The UK government’s Eat Out to Help Out scheme has had a transformative impact on when in the week consumers spend money on dining, according to data published by personal finance app Yolt.

The scheme, which was launched by UK Chancellor Rishi Sunak, allowed registered businesses to offer a 50% discount up to a maximum of £10 per diner on meals eaten in restaurants and cafes on Mondays, Tuesdays and Wednesdays, with the government reimbursing the cost.

It ran between 3 and 31 August, although some restaurants have opted to continue the scheme in September without government reimbursement.

This suggests that the Eat Out to Help Out scheme has been successful for businesses, but data published today by Yolt highlights by quite how much.

It found that during the scheme consumers are spending up to 6 times more on Mondays than they do on the weekend, with Tuesdays and Wednesdays also seeing an increase.

On average, consumers spent 2.5 times more on the days the scheme was offered than on days it was not. Looking at restaurant transactions specifically, this rose to 7 times more compared to the weekend. Essentially, Monday – at least for August – has become the new weekend.

Eat Out to Help Out shows success, but can hospitality thrive without it?

While the scheme has shown success, not that it has ended there are serious questions about how much the struggling hospitality industry can survive without it.

Yolt’s data shows that is was very effective in incentivising restaurant visits, but now that it is over consumers may opt to remain home without the financial lure.

“The ‘Eat Out to Help Out’ scheme was put in place to stimulate consumer spending in the hospitality industry, and our user data demonstrates that people have been supporting the initiative,” said Pauline van Brakel, chief product officer at Yolt.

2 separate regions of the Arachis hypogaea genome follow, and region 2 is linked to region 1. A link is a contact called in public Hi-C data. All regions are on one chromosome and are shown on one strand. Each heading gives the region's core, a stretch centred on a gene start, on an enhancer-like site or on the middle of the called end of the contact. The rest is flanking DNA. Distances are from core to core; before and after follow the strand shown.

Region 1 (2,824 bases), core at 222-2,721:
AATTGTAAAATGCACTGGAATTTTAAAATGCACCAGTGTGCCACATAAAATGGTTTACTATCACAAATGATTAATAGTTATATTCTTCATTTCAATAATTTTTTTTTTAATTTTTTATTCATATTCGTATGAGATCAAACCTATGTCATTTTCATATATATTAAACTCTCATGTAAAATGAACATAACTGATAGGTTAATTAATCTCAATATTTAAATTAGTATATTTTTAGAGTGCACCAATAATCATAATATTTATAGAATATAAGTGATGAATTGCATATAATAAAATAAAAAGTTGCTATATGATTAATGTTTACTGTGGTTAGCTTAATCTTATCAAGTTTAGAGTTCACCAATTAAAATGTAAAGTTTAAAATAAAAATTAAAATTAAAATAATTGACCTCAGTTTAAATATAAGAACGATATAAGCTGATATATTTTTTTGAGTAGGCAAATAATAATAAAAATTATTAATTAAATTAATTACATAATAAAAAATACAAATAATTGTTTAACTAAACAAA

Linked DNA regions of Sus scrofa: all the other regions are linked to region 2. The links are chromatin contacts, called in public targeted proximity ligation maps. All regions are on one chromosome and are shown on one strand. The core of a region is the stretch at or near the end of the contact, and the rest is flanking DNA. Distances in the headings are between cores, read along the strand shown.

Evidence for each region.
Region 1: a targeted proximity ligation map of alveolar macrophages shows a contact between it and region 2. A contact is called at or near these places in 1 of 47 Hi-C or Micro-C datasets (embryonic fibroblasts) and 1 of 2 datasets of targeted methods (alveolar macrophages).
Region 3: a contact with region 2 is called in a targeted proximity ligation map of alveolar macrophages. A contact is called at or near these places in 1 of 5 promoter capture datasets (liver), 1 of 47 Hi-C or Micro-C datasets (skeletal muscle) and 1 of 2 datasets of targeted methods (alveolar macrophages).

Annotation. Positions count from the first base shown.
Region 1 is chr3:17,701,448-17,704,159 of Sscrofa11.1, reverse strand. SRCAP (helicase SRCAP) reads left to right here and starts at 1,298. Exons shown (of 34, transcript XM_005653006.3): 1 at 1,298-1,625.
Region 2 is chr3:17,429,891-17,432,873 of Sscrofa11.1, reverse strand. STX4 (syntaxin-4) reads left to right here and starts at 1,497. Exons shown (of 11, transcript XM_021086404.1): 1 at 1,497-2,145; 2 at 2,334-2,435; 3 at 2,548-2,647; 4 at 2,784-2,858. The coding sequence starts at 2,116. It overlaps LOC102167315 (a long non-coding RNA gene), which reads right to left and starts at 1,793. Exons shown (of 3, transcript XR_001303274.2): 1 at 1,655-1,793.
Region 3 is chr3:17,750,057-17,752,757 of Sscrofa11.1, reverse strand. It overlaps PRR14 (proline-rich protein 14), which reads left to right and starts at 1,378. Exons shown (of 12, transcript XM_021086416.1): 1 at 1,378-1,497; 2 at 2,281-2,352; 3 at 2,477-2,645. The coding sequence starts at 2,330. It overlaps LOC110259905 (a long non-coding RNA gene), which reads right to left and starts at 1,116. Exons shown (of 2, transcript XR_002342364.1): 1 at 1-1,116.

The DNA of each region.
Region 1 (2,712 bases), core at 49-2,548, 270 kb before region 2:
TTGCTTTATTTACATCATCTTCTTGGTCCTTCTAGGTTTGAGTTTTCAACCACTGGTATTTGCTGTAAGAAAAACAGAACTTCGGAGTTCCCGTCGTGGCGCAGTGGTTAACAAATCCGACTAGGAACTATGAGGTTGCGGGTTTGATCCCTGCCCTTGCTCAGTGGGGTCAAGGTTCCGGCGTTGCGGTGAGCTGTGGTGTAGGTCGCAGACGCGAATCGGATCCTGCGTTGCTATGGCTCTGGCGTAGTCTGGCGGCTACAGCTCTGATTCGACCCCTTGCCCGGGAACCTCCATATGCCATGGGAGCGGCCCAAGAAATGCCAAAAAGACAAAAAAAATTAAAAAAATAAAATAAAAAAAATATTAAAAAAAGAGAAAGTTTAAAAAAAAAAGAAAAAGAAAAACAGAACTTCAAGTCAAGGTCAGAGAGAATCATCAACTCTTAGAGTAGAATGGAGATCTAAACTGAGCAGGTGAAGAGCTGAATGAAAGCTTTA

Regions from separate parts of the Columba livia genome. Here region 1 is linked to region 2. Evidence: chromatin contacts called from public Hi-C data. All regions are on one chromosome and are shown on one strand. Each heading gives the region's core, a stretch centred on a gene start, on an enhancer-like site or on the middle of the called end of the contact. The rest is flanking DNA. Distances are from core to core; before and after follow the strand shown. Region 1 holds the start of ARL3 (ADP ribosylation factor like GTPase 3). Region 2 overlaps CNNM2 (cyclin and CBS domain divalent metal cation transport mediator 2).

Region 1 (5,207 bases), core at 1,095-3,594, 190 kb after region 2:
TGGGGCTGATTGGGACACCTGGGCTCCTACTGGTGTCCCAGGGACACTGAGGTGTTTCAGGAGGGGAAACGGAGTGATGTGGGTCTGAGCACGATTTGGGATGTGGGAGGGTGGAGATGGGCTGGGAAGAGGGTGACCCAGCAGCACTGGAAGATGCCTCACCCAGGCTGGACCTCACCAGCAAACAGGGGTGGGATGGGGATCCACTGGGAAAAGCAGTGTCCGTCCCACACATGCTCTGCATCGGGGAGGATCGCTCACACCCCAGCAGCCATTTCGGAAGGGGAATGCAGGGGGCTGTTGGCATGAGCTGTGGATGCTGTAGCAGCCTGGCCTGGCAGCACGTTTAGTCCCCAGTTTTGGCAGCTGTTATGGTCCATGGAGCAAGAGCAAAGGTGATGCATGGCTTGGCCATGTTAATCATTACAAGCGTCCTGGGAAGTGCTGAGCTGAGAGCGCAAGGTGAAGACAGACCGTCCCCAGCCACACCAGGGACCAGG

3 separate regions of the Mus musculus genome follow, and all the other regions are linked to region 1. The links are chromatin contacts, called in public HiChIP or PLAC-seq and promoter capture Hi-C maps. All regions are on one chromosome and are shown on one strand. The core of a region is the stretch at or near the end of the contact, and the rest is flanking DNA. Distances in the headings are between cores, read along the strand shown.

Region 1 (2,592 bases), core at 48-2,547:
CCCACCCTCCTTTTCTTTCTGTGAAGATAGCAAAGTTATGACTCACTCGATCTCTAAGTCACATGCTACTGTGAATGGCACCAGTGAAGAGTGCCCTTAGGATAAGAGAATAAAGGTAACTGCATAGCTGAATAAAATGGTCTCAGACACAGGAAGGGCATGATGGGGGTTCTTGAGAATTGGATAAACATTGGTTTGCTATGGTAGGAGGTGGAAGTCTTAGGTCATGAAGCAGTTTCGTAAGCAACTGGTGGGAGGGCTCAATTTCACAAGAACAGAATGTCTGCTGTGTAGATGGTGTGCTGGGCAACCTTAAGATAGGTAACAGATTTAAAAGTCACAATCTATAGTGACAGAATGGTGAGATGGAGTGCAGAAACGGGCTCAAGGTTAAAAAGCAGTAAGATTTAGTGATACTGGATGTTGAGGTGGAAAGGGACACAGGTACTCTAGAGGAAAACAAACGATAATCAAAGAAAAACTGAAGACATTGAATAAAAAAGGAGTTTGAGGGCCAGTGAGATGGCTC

“However, most telling is that this uplift has not led to an increase in spending towards the end of the week, and the question remains: now the scheme has concluded, will restaurants be able to survive?

“The desire to enjoy eating out is still there, but consumers are naturally cautious of overspending and seem to be looking for ways to make savings.”

Many restaurants, it seems have recognised this, and have opted to extend the scheme without government backing.

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The website My Hungry Valentine, which tracks the restaurants offering the scheme in London, reports that around a third of those who participated are continuing with it in September.

However, with the R rate on the rise and fears of a second lockdown looming, it remains to be seen whether the extended scheme will be enough to keep restaurants afloat.


Read more: ‘Eat Out To Help Out’ serves up 14% rise in restaurant transactions, fintech data shows